Report this review (#53042)
Posted Sunday, October 23, 2005 | Review Permalink
Mellotron Storm
3 stars 3.5 stars. This is a concept album about a man named Simon who has a dream, and in his dream he is searching for God. So because it's a dream there are a lot of fantasy type moments. We are helped by the liner notes that give us a narration of what Simon is thinking or doing etc .This is better than actually having a person speaking before each song letting us in on what is going on. There is an accent to the vocals but it was not a distraction to me. I really enjoyed the mellotron that is featured on every track except the only instrumental "Darkfall".

The song "Paradise Square" is my favourite, with the GENESIS sounding keyboards, this tune is a trip with lots of twists and turns."Fly In A Bottle" is pretty good, opening with acoustic guitar and vocals that leads to a full sound. The last two songs are over 25 minutes combined and both have their moments, again the mellotron is great, and there are some very good piano melodies, some sitar and even orchestral movements.

Overall this is a good record that is worth pursuing.

Report this review (#100719)
Posted Monday, November 27, 2006 | Review Permalink
5 stars What are you looking at? Yes, 5 full stars! Why not if it deserves them?

Greatly recorded/produced/played/written sympho-prog album from Sweden (Scandinavian prog is a synonym of quality for me!) will take you in the world of GENESIS mixed with Scandinavian retro-prog and some modern touches (drum loops and funny keyboards on ocassion). It opens with great half-ballad/half-proghit "By the Water" (imagine a mix of Gentle Giant and Yes ending like Genesis classical tune!) followed by the title track - REALLY GREAT!!! Roaring bass with Hackettesque guitars with mighty organ on the background...after short ballad break the mid-part follows (imagine "Apocalypse in 9/8" played by Angledoten! ;-) ),and then the logical ballad outro (what a wonderful melody!!!). The third track is the weirdest.First I was annoyed by the vocalist voice ("where the hell his emotions?can he sing?he sounds like cheesy 80s pop-singer!"), but later it all took its places.Some Gentle Giant-like pieces scattered through this track and Harold-the-Burrel- like mood makes this epic very memorable! Following ballad is the only song which requires REALLY EMOTIONAL vocals - Daniel is unable to provide them, so the song sounds a bit drained.Short sitar instrumental with modern drums makes you relax before the longest song of the album.Starting with peaceful melody a-la "Supper's ready" intro, "White Glove" progresses with great instrumental parts ending with major part in 7/8 (pure YESism!). Closing "Aftermath" begins with a bit sentimental ballad which turns later into awesome insrtumental coda - Pink Floyd smokes! The only thing you want after listening this album is to listen to it once more!!! Highly recommended for all New Symphonic/Symphonic/Neo/Art-rock fans.It is a must from the recent prog. Comparable in its greatness to DISCIPLINE's "Unfolded like Staircase" and ANGLAGARD's "Hybris"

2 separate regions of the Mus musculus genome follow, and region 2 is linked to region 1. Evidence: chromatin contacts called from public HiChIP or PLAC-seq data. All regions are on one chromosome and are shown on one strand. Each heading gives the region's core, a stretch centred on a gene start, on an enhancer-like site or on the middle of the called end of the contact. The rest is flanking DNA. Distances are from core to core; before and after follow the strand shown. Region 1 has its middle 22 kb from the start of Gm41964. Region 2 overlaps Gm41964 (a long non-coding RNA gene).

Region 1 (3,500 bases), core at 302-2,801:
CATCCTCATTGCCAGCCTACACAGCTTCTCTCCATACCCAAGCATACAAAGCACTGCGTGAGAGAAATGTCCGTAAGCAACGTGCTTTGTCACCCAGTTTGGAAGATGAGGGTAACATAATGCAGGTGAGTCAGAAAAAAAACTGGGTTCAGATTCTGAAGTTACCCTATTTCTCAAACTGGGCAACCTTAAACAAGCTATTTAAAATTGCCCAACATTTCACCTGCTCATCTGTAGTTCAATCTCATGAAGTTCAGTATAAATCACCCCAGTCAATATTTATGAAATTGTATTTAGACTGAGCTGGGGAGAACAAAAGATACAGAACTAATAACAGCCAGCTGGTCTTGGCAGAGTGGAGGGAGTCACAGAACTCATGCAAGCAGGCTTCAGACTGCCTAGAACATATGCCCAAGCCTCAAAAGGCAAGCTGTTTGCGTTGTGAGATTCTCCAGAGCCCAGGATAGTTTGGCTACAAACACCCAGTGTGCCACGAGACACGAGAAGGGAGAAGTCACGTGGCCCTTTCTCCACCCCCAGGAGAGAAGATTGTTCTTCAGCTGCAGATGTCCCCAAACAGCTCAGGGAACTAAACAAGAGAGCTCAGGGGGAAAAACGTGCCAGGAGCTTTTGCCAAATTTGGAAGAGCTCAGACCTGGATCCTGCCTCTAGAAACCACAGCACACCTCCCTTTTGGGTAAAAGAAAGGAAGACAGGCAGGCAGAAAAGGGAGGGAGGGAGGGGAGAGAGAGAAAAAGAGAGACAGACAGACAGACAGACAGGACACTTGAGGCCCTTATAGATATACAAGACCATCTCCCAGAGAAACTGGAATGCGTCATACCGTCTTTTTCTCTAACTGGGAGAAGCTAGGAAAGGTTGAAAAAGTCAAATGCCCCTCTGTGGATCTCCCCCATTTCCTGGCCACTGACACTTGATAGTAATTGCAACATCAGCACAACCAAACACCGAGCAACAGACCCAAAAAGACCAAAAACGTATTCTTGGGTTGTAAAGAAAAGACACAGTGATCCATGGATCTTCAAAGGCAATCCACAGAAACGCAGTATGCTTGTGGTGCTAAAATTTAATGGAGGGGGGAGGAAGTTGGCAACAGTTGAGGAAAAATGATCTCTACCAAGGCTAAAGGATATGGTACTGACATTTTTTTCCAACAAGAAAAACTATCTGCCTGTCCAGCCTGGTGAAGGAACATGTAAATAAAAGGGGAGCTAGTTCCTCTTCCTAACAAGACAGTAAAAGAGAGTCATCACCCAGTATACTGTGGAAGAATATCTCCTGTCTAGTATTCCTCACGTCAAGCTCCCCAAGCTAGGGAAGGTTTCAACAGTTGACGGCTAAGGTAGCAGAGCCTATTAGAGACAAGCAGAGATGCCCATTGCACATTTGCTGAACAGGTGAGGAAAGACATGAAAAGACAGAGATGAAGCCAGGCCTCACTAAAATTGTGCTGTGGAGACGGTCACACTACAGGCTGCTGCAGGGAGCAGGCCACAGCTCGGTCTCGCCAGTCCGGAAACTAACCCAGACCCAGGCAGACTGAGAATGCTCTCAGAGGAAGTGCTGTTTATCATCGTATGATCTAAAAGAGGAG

Report this review (#104599)
Posted Tuesday, December 26, 2006 | Review Permalink
Prog Folk Researcher
3 stars Analog keyboards and acoustic guitar always makes for an interesting combination, and both are present on the opening track and throughout this interesting work. I’ve no idea where the band disappeared to for nearly eight years, but that long after their debut comes this second and presumably final album from the band.

This is a concept album of sorts, something akin to a modern-day Pilgrim’s Progress. The story is a bit hard to follow unless you read along with the liner notes, which is distracting so I don’t recommend it. The influences are rather obvious but not overpowering: clearly Banks keyboard tendencies, although quite pleasant. The piano parts remind me of Salem Hill quite a bit, although I doubt they were an influence. The guitarist is new since the first album, and has some mild leanings in the direction of Marillion, but nowhere as aggressive. The vocalist has a slight accent and sounds a bit dated like too many early nineties MTV bands to really impress, but not really a distraction either. At times he sounds like he’s trying to emulate Gabriel’s story-vocal gesturing, but he’s not all that forceful or convincing.

None of the tracks stands out particularly, although the arrangement of the album as a whole is a bit of a throwback with four ten-minute plus meandering tales and two shorter ones, plus one very short kind of bridge piece.

The piano outshines the other keyboard work in my opinion, although it is more like easy listening than progressive really. There are a number of places where the band wanders off with some keyboard effects and somewhat discordant arrangements that might be King Crimson influenced, or might just be partially improvised instrumental passages to try and heighten the storyline.